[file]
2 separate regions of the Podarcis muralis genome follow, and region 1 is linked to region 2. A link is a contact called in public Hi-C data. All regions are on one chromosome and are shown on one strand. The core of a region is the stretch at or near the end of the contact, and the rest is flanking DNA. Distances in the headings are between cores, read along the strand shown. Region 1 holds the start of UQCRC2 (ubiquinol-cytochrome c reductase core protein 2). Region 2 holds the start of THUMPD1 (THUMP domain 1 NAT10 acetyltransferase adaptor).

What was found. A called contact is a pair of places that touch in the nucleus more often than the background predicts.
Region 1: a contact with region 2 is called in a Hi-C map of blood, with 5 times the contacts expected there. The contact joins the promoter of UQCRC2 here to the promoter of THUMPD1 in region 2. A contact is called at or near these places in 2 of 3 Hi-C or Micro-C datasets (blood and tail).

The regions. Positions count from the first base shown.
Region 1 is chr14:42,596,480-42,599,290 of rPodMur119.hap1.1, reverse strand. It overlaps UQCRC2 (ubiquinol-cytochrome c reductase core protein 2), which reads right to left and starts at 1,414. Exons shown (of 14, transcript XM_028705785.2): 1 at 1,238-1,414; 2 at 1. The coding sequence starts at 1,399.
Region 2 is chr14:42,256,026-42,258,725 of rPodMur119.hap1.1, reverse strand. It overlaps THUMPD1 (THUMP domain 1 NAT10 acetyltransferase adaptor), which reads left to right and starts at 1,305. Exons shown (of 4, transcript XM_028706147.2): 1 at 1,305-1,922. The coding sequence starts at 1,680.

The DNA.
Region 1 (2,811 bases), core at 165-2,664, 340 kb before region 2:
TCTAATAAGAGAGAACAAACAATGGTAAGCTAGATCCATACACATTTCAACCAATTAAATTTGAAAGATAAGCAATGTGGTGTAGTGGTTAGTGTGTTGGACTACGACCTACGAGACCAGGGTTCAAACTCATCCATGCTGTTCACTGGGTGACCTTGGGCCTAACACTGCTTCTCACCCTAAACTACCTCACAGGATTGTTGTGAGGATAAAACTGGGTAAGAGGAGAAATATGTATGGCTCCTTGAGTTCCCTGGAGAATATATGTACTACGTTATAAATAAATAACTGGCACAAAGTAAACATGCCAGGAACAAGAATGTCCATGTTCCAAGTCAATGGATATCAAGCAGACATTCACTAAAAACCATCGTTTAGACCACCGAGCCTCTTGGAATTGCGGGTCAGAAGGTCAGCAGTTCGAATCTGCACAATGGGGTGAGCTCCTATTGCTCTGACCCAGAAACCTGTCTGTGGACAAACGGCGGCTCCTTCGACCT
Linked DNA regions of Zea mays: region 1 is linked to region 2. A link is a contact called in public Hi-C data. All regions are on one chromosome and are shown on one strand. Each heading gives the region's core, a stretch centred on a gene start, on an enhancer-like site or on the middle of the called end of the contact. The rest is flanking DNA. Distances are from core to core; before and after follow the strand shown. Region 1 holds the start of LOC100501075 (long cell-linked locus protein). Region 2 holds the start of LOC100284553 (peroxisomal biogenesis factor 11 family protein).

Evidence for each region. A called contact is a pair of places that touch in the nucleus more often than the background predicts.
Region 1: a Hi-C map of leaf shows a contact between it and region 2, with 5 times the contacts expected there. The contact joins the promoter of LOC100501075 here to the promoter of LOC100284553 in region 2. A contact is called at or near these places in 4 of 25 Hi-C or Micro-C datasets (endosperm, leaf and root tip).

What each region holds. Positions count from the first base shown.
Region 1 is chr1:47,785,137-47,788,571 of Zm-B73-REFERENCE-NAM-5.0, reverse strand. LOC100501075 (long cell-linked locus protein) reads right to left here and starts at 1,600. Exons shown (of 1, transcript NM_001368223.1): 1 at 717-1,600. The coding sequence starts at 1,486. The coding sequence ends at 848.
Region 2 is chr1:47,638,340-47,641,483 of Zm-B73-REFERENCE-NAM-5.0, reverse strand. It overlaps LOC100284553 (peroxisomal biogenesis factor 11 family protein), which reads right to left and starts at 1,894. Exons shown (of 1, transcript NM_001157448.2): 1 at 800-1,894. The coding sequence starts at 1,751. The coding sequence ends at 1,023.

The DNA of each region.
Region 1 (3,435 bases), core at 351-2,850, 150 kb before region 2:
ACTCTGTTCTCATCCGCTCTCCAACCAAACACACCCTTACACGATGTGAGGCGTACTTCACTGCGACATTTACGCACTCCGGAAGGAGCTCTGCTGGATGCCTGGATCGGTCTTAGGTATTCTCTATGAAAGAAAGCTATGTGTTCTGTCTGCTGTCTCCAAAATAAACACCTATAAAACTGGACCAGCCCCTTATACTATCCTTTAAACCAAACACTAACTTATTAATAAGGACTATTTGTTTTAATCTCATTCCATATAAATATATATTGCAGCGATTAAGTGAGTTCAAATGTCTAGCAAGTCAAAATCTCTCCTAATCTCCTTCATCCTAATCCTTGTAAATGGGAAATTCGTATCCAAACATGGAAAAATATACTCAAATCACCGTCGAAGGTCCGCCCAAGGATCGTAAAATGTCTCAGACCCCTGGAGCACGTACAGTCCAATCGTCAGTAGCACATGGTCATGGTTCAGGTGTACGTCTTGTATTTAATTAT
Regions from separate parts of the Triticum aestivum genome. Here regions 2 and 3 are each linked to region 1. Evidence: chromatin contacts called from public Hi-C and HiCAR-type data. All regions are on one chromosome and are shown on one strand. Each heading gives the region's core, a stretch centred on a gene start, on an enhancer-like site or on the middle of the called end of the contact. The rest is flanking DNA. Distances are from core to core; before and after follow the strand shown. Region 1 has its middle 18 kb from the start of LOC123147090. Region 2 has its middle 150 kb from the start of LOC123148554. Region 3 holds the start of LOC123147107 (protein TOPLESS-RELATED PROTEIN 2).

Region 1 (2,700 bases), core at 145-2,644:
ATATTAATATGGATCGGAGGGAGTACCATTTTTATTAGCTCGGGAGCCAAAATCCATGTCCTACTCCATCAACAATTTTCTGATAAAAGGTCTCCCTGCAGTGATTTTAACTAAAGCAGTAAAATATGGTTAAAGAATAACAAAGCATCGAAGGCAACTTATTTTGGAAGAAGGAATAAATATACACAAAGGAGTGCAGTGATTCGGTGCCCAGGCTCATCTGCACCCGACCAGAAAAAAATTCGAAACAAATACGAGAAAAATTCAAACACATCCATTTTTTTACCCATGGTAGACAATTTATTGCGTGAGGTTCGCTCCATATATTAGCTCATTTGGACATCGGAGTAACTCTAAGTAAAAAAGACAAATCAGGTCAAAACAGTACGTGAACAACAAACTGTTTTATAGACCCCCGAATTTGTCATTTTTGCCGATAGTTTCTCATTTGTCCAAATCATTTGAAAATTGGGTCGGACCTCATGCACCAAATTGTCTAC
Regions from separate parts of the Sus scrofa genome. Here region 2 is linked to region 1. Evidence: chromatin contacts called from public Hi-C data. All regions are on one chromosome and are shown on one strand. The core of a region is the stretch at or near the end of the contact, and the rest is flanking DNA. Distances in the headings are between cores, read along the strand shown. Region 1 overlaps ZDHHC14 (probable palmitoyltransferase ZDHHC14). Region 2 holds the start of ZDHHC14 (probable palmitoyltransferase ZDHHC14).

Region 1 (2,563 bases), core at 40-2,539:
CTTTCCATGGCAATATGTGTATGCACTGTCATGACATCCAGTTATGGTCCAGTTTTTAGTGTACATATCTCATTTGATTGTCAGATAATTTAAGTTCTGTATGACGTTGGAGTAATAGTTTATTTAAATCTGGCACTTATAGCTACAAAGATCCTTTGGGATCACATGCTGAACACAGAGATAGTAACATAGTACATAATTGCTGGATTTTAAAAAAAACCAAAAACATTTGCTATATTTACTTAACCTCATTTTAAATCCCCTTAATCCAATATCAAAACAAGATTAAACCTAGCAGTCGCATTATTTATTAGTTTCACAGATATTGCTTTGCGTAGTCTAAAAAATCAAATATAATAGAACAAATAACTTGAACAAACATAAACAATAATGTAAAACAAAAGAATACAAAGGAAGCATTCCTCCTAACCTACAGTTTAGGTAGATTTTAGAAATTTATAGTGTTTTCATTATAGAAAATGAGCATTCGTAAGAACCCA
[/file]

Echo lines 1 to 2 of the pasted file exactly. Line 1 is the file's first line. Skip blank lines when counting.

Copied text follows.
2 separate regions of the Podarcis muralis genome follow, and region 1 is linked to region 2. A link is a contact called in public Hi-C data. All regions are on one chromosome and are shown on one strand. The core of a region is the stretch at or near the end of the contact, and the rest is flanking DNA. Distances in the headings are between cores, read along the strand shown. Region 1 holds the start of UQCRC2 (ubiquinol-cytochrome c reductase core protein 2). Region 2 holds the start of THUMPD1 (THUMP domain 1 NAT10 acetyltransferase adaptor).

What was found. A called contact is a pair of places that touch in the nucleus more often than the background predicts.